The shock result of the referendum vote in June 2016, which now places the country on the road to leaving the European Union, and brought about fierce debates and, for some, forced about some life-changing decisions.
Originally from Nuremburg in Germany, Wirral resident Wibke Hott came to the UK almost 20 years ago as a student and has lived in Merseyside ever since.
After the result was announced, she and her husband Graham, who is British, decided to leave. In the summer, they will pack up their life in Wallasey and take their six-year-old daughter, Josie, and three cats to Germany.
She said: “When the result to leave came in, I cried.
“All of a sudden there was this feeling of ‘oh my gosh, I really cannot stay here’.”
In the referendum last summer, Liverpool was one of the minority of cities across the UK that voted in favour of staying in the European Union, with 58% of local voters backing the ‘Remain’ campaign. 51% of Wirral residents shared this view.
The qualified psychotherapist took the opportunity to voice her opinions on the matter when BBC Question Time arrived in Wallasey prior to the public taking to the polls.
An infuriated Wibke found herself regularly shouting at the television in the lead-up to the Brexit vote and to have the opportunity to voice these opinions to the political world after the vote was not one she was willing to pass over.
Her husband, Graham, said: “She’s watching the programme most times anyway and you can see how it gets her in such a state of rage.
“With it being held just round the corner from the house there was no way she wasn’t going to be in that audience.”
YouTube: Andrew Nuttall (Video Extract © BBC Question Time)
Following her appearance on the programme, the mother-of-one received almost 200 social media messages from complete strangers about the issue and its implications for the future.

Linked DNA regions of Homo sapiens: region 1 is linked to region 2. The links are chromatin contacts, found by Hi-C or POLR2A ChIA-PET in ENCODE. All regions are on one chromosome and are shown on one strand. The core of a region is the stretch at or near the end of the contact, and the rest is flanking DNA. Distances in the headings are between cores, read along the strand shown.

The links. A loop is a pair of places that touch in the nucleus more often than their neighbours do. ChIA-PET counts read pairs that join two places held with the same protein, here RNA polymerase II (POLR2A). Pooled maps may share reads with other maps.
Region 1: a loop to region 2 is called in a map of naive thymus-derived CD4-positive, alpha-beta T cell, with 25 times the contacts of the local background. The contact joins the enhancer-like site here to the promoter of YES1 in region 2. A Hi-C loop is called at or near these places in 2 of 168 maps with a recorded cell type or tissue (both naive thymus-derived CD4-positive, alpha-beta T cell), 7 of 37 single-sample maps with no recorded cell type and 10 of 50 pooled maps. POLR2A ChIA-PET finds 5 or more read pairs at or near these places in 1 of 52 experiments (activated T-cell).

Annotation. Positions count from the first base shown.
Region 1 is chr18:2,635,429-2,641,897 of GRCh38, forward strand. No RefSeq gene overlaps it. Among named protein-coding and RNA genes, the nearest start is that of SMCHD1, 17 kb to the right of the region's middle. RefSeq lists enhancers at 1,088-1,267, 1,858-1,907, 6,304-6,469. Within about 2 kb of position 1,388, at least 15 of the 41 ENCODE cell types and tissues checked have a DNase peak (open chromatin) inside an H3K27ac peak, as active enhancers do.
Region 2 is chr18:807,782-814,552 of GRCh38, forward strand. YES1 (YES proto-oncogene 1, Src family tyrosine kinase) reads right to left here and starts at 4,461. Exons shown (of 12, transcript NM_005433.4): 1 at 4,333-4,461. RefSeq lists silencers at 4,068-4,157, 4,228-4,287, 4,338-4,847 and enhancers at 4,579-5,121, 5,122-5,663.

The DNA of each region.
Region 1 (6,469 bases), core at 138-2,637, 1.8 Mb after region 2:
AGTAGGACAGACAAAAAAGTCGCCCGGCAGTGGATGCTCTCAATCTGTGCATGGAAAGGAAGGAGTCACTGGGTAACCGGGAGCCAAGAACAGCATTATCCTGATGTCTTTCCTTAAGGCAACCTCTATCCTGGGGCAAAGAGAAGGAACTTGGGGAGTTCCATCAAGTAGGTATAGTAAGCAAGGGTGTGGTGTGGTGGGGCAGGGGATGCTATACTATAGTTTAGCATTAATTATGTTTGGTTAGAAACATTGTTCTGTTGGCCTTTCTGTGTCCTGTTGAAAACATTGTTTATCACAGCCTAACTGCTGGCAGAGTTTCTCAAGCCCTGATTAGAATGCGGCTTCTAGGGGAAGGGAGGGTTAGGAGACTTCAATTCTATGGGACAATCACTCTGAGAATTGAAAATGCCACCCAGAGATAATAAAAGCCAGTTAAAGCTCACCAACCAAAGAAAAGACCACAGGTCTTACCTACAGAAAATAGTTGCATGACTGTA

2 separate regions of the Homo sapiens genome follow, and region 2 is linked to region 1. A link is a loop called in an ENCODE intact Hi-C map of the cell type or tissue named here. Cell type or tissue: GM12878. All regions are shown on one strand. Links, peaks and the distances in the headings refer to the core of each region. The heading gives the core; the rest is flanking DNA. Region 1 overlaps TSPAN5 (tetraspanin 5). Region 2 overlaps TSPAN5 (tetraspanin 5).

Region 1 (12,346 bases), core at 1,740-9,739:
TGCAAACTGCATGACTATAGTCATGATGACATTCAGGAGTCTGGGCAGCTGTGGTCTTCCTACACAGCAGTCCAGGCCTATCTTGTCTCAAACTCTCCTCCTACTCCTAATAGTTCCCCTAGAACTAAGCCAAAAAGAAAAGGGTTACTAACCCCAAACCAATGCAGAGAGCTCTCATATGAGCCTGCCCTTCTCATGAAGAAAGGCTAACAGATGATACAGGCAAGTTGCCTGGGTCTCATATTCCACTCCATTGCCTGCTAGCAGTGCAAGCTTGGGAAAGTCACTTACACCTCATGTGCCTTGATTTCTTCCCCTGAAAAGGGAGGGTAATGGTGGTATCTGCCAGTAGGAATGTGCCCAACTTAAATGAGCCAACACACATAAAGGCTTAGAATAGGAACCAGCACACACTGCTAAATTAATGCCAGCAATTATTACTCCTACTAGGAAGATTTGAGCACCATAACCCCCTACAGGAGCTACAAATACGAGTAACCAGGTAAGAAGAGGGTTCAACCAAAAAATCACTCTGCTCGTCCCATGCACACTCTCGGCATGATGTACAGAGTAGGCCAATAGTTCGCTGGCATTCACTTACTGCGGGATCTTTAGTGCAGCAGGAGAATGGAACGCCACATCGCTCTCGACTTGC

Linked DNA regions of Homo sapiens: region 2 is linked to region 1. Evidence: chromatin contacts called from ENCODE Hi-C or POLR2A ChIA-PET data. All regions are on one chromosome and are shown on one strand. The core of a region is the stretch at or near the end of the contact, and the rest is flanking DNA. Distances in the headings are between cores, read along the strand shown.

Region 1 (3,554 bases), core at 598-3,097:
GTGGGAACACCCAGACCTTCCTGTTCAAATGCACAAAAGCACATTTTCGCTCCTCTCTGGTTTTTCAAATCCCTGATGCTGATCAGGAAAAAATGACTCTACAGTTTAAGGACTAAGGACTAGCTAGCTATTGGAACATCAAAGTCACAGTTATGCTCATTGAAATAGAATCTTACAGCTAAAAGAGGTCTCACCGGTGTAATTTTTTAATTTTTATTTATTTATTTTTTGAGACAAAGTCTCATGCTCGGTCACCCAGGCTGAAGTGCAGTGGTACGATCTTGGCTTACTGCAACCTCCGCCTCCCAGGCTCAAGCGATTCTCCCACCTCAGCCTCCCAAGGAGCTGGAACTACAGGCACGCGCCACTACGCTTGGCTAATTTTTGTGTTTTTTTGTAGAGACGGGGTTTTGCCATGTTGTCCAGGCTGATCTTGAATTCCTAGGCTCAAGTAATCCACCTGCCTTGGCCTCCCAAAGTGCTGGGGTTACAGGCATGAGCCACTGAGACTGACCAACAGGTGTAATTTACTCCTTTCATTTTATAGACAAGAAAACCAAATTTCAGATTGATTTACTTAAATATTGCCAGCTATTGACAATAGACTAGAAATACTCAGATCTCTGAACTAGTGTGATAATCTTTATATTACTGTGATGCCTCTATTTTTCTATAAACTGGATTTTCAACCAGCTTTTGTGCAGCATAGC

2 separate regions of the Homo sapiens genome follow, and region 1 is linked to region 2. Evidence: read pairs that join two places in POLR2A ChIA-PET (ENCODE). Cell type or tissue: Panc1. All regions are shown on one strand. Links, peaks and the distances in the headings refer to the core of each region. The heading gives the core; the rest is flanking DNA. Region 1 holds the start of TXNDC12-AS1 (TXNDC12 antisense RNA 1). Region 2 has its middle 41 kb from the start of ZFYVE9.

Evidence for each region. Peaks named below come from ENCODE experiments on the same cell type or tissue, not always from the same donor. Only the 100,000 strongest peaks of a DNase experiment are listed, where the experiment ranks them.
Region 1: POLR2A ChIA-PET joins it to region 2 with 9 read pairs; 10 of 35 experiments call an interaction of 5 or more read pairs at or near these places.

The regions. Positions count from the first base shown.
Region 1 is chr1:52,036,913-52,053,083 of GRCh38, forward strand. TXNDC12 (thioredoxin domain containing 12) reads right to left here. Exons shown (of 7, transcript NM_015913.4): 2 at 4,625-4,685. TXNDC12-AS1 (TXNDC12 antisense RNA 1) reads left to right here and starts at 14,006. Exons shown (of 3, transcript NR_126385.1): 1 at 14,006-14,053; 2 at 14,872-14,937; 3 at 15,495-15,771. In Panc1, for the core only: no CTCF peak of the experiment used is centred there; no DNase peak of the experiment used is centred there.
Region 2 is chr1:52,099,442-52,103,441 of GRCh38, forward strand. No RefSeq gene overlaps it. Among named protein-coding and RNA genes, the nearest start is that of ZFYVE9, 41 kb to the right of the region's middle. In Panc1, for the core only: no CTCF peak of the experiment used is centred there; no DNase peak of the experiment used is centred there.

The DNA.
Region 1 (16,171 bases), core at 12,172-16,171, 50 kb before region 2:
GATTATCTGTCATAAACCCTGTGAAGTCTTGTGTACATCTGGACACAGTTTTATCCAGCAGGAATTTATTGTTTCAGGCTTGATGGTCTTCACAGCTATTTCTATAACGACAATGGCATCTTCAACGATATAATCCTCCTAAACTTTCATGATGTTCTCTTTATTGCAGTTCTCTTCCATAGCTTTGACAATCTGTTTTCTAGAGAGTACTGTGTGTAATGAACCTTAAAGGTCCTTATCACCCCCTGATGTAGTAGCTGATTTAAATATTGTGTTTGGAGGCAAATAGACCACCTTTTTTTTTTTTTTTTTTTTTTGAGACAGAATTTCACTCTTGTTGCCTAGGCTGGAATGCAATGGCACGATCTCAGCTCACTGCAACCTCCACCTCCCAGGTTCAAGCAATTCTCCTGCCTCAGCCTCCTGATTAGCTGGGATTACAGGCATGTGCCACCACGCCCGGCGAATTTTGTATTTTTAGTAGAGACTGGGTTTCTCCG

These came from Brits living abroad or fellow EU citizens, who praised the German national for voicing what so many of them were struggling to come to terms with.
Despite her pleas, a nation had spoken.
With a majority of 52% of voters supported the campaign for the country to end its 43-year-long relationship with the EU.
Wallasey MP, and leading Labour Remain campaigner, Angela Eagle said: “I was devastated by the result of the EU referendum.
“Too many of our supporters were taken in by right-wing arguments and the case to remain in the EU was made with half-hearted ambivalene rather than full-throated clarity.”
The move for the family across the English Channel will no doubt be an emotional one, filled with tears for all involved.
The mother-of-one said: “The move will really affect our daughter most of all, and for her to have to leave behind her British grandmother and cousins is going to absolute crush her.”
The family recently spent time in Germany over the Christmas period, where the idea of moving there was first introduced to Josie.
The six-year-old, who is currently being home educated, was introduced to other children at a German school where the move was planned.
Wibke said: “Once we took Josie to that school her whole attitude about the move changed. She loved the attention of being ‘the foreigner’ and all the questions that the children had about England.
She also expressed how their window of opportunity was small, but convenient, as German children typically start school at around six to seven-years-old.
Wibke said that the familiy’s story is not really interesting and that they decided to leave before anything really happened with regard to Brexit, it was the decision of the public which made up her mind.
She said: “Some people who are EU nationals may feel completely trapped as a result of this decision. For us, we are fortunate that this window of opportunity presented itself.
“It saddens me to leave, but in my heart I know that I simply cannot stay any longer.”